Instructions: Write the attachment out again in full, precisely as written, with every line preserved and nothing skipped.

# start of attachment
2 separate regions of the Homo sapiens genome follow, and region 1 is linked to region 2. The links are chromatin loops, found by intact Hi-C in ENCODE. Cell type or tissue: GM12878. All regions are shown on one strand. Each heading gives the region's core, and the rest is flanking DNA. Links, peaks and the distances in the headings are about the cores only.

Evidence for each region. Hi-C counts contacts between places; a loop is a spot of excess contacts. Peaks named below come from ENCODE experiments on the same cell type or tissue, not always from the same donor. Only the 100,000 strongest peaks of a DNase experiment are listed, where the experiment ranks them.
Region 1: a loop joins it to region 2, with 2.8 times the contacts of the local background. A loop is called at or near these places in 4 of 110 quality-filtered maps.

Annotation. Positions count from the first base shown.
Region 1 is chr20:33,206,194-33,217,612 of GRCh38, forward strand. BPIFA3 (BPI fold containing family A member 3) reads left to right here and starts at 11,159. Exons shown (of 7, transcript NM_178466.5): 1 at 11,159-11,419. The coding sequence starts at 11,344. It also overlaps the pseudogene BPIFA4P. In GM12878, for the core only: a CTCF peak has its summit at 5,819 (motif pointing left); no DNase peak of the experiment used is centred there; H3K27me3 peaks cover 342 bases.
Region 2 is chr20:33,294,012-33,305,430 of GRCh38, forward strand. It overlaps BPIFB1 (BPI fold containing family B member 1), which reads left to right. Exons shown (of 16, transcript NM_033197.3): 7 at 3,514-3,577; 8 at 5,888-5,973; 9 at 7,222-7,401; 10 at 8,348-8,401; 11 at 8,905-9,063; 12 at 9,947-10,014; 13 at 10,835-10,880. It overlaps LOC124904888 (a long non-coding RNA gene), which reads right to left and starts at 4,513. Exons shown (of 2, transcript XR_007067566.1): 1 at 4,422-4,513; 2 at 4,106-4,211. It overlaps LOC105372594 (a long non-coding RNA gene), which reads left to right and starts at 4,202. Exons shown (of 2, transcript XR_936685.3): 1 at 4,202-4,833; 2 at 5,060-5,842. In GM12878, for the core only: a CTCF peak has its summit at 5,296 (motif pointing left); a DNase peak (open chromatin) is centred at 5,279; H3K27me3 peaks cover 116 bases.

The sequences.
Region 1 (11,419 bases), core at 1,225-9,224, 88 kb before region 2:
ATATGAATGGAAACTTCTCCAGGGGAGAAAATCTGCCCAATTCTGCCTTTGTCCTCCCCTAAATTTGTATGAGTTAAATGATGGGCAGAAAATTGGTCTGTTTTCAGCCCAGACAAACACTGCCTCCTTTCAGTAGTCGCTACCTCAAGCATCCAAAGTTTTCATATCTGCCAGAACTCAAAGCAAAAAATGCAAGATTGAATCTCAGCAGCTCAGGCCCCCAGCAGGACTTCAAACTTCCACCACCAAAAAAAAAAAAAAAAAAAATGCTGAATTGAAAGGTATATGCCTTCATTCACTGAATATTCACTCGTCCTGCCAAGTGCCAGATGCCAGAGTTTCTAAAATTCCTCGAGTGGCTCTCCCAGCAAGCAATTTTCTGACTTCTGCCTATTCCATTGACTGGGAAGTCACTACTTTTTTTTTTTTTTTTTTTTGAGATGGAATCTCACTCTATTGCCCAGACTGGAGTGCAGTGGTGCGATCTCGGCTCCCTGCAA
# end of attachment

2 separate regions of the Homo sapiens genome follow, and region 1 is linked to region 2. The links are chromatin loops, found by intact Hi-C in ENCODE. Cell type or tissue: GM12878. All regions are shown on one strand. Each heading gives the region's core, and the rest is flanking DNA. Links, peaks and the distances in the headings are about the cores only.

Evidence for each region. Hi-C counts contacts between places; a loop is a spot of excess contacts. Peaks named below come from ENCODE experiments on the same cell type or tissue, not always from the same donor. Only the 100,000 strongest peaks of a DNase experiment are listed, where the experiment ranks them.
Region 1: a loop joins it to region 2, with 2.8 times the contacts of the local background. A loop is called at or near these places in 4 of 110 quality-filtered maps.

Annotation. Positions count from the first base shown.
Region 1 is chr20:33,206,194-33,217,612 of GRCh38, forward strand. BPIFA3 (BPI fold containing family A member 3) reads left to right here and starts at 11,159. Exons shown (of 7, transcript NM_178466.5): 1 at 11,159-11,419. The coding sequence starts at 11,344. It also overlaps the pseudogene BPIFA4P. In GM12878, for the core only: a CTCF peak has its summit at 5,819 (motif pointing left); no DNase peak of the experiment used is centred there; H3K27me3 peaks cover 342 bases.
Region 2 is chr20:33,294,012-33,305,430 of GRCh38, forward strand. It overlaps BPIFB1 (BPI fold containing family B member 1), which reads left to right. Exons shown (of 16, transcript NM_033197.3): 7 at 3,514-3,577; 8 at 5,888-5,973; 9 at 7,222-7,401; 10 at 8,348-8,401; 11 at 8,905-9,063; 12 at 9,947-10,014; 13 at 10,835-10,880. It overlaps LOC124904888 (a long non-coding RNA gene), which reads right to left and starts at 4,513. Exons shown (of 2, transcript XR_007067566.1): 1 at 4,422-4,513; 2 at 4,106-4,211. It overlaps LOC105372594 (a long non-coding RNA gene), which reads left to right and starts at 4,202. Exons shown (of 2, transcript XR_936685.3): 1 at 4,202-4,833; 2 at 5,060-5,842. In GM12878, for the core only: a CTCF peak has its summit at 5,296 (motif pointing left); a DNase peak (open chromatin) is centred at 5,279; H3K27me3 peaks cover 116 bases.

The sequences.
Region 1 (11,419 bases), core at 1,225-9,224, 88 kb before region 2:
ATATGAATGGAAACTTCTCCAGGGGAGAAAATCTGCCCAATTCTGCCTTTGTCCTCCCCTAAATTTGTATGAGTTAAATGATGGGCAGAAAATTGGTCTGTTTTCAGCCCAGACAAACACTGCCTCCTTTCAGTAGTCGCTACCTCAAGCATCCAAAGTTTTCATATCTGCCAGAACTCAAAGCAAAAAATGCAAGATTGAATCTCAGCAGCTCAGGCCCCCAGCAGGACTTCAAACTTCCACCACCAAAAAAAAAAAAAAAAAAAATGCTGAATTGAAAGGTATATGCCTTCATTCACTGAATATTCACTCGTCCTGCCAAGTGCCAGATGCCAGAGTTTCTAAAATTCCTCGAGTGGCTCTCCCAGCAAGCAATTTTCTGACTTCTGCCTATTCCATTGACTGGGAAGTCACTACTTTTTTTTTTTTTTTTTTTTGAGATGGAATCTCACTCTATTGCCCAGACTGGAGTGCAGTGGTGCGATCTCGGCTCCCTGCAA